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Topic Review (Newest First)
02-14-2012 10:27 AM
aladin_sane
Re: 'Do it yourself Sinn UX'

I agree with Pete. The Sinn AU site has added some UX test to the U1 page. There are no oil filled mechanical watches. None that keep time anyway.
02-14-2012 02:51 AM
otr002
Re: 'Do it yourself Sinn UX'

"Arh ha" said the sales man, "i'll get back to you on that"


Interestingly the UX is a Chronometer grade ETA, which has me wondering if this was the only grade movement that would work effectively in the fluid.
02-13-2012 10:35 PM
petew
Re: 'Do it yourself Sinn UX'

Quote:
Originally Posted by otr002
That's just a standard U1 model 1010.010. It looks like the AU site has some text mixed up in the description. That watch is definitely not oil filled.
02-13-2012 10:19 PM
otr002
Re: 'Do it yourself Sinn UX'

http://www.sinnwatches.com.au/content/u1
02-13-2012 07:42 PM
petew
Re: 'Do it yourself Sinn UX'

Quote:
Originally Posted by otr002
Sinn has done it……have a read on there web site
Do you have a link? I just spent some time searching the site, but couldn't find any mention of a hydro U1. I did see this under the Hydro Section:

"That's why every HYDRO Watch must also be a quartz watch. The oscillation of the balance in a mechanical watch cannot overcome the friction of a liquid medium."
02-13-2012 06:35 PM
otr002
Re: 'Do it yourself Sinn UX'

Sinn has done it……have a read on there web site
02-13-2012 12:32 PM
petew
Re: 'Do it yourself Sinn UX'

Quote:
Originally Posted by otr002
Sinn U1 automatic in oil….
Where did you see that someone successfully used oil in a U1? I can't imagine how this would be possible unless they replaced the movement.
02-13-2012 12:07 PM
5seikos
Re: 'Do it yourself Sinn UX'

Quote:
Originally Posted by otr002
Sinn U1 automatic in oil….


[img]
Wonder if the balance on this one is a disk, rather than having arms?
02-13-2012 09:47 AM
petew
Re: 'Do it yourself Sinn UX'

Quote:
Originally Posted by ADB
Be my guest to test it.

Cheers,
Guys have done it with solar G-Shocks and there haven't been any reports of the watches no longer being able to charge.
02-13-2012 03:00 AM
otr002
Re: 'Do it yourself Sinn UX'

Sinn U1 automatic in oil….


02-13-2012 01:23 AM
5seikos
Re: 'Do it yourself Sinn UX'

How about heating the whole thing and then closing the case. The thermal expansion would push extra fluid out. then its actually under vacuum a little bit. One of my concern is that if the watch is heated, will the fluid inside expand enough so that it push the crystal/crown out(and it leaks)?
or if there is room, put a single bubble out of those bubble wraps.

Rob t
02-13-2012 12:45 AM
mwbuss8
Re: 'Do it yourself Sinn UX'

I picked up a cheap fossil watch on ebay just to try this... do I need it? of course not. I don't dive. I rarely even swim. I like how it makes the watch look though, and I found a much less expensive silicone oil (dielectric) that I'm going to try it with. If it works I may even test an even less expensive alternative.DOT5 brake fluid is a silicone oil and has a relatively low viscosity. It does have a very faint blue tint though.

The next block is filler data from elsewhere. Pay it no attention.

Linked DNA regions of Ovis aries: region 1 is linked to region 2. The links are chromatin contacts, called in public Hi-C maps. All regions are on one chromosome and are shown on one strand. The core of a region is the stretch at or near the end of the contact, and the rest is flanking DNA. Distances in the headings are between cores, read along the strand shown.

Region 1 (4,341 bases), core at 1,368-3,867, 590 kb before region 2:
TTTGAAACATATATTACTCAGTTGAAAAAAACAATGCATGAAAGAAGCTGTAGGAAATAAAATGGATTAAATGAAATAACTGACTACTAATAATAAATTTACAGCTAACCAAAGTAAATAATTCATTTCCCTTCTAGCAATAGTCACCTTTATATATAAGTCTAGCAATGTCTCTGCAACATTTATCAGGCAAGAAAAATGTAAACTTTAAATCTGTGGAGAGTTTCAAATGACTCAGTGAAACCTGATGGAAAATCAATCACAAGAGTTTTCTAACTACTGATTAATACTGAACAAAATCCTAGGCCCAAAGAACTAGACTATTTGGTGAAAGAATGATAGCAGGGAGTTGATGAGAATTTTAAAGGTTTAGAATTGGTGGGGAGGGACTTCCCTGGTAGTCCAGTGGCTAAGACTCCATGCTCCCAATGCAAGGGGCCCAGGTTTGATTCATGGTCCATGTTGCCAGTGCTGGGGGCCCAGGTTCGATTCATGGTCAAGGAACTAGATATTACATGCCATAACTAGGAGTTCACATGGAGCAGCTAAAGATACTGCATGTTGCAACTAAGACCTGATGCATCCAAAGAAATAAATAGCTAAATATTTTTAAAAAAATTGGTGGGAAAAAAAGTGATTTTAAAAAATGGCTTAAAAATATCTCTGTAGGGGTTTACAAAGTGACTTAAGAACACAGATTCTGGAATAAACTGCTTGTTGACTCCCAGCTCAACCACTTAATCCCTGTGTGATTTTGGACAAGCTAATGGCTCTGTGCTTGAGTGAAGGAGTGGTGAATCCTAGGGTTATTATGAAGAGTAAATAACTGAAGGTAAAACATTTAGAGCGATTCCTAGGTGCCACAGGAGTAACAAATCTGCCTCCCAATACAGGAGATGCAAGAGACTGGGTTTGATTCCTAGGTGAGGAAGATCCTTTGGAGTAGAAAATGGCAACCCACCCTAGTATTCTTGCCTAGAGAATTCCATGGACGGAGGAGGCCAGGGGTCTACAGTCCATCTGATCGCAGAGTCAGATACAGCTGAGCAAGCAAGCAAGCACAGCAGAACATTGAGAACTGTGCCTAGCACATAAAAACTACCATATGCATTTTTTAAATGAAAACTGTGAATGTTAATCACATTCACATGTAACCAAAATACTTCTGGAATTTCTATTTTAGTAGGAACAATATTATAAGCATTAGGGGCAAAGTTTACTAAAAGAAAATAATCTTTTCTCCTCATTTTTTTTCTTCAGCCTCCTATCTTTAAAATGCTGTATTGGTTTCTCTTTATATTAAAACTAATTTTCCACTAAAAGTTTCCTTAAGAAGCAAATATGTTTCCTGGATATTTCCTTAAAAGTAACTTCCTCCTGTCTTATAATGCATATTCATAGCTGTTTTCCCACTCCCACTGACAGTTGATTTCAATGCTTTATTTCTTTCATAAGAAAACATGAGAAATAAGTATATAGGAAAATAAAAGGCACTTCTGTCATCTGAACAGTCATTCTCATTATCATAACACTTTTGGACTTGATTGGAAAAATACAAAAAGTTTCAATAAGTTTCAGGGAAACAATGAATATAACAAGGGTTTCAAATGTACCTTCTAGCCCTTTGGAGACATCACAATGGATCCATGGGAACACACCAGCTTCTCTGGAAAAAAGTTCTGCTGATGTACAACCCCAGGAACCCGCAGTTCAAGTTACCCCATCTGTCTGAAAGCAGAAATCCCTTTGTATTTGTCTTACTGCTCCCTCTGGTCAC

As for the issue with thermal expansion, since it is a cheap watch I purchased to experiment with, I'm going to use a rubber diaphragm with the caseback.
10-22-2010 09:45 PM
jtbold
Re: 'Do it yourself Sinn UX'

could not put a piece of a large rubber band in the case when it is closed? That way the ruber would compress with the pressure increase? I might be willing to try this, I have always liked the ability to see the time from any angle on the UX.
10-22-2010 11:52 AM
aladin_sane
Re: 'Do it yourself Sinn UX'

Quote:
Originally Posted by ADB
Hi,
Foam compresses because it contains hollow cavities filled with air. Putting a foam piece inside a liquid will just result in the formation of a bubble when the air inside the cavities is replaced by the liquid. I am very much guessing even closed cell type foam will over time get completely "soaked" with Fluorinert.
The Sinn UX has a specially designed complex case back with a piston to account for the expansion/contraction of the fluid. I confess I don't see what other kind of simple solution one can use to solve this issue, but most probably foam or other porous materials are not one, imo. Certainly if the author of the article has found a solution he should patent it.
Cheers,
It would not be very hard to put the foam inside a rubber jacket. That would eliminate any air escape issues.
10-22-2010 11:28 AM
water70proof
Re: 'Do it yourself Sinn UX'

If you check some of the G-shock forums you'll find a few guys have been doing it to their G's for awhile now. It does seem to give the watch a slightly different appearance as well as (theoretically) a much greater depth rating since the oil is much less compressible than air. But yes, for quartz only since a mechanical escapement wouldn't run through the oil.
10-22-2010 10:56 AM
signature1
Re: 'Do it yourself Sinn UX'

Interesting post and link, reminds me of the submerged computer motherboard/power supply etc into an oil filled case...........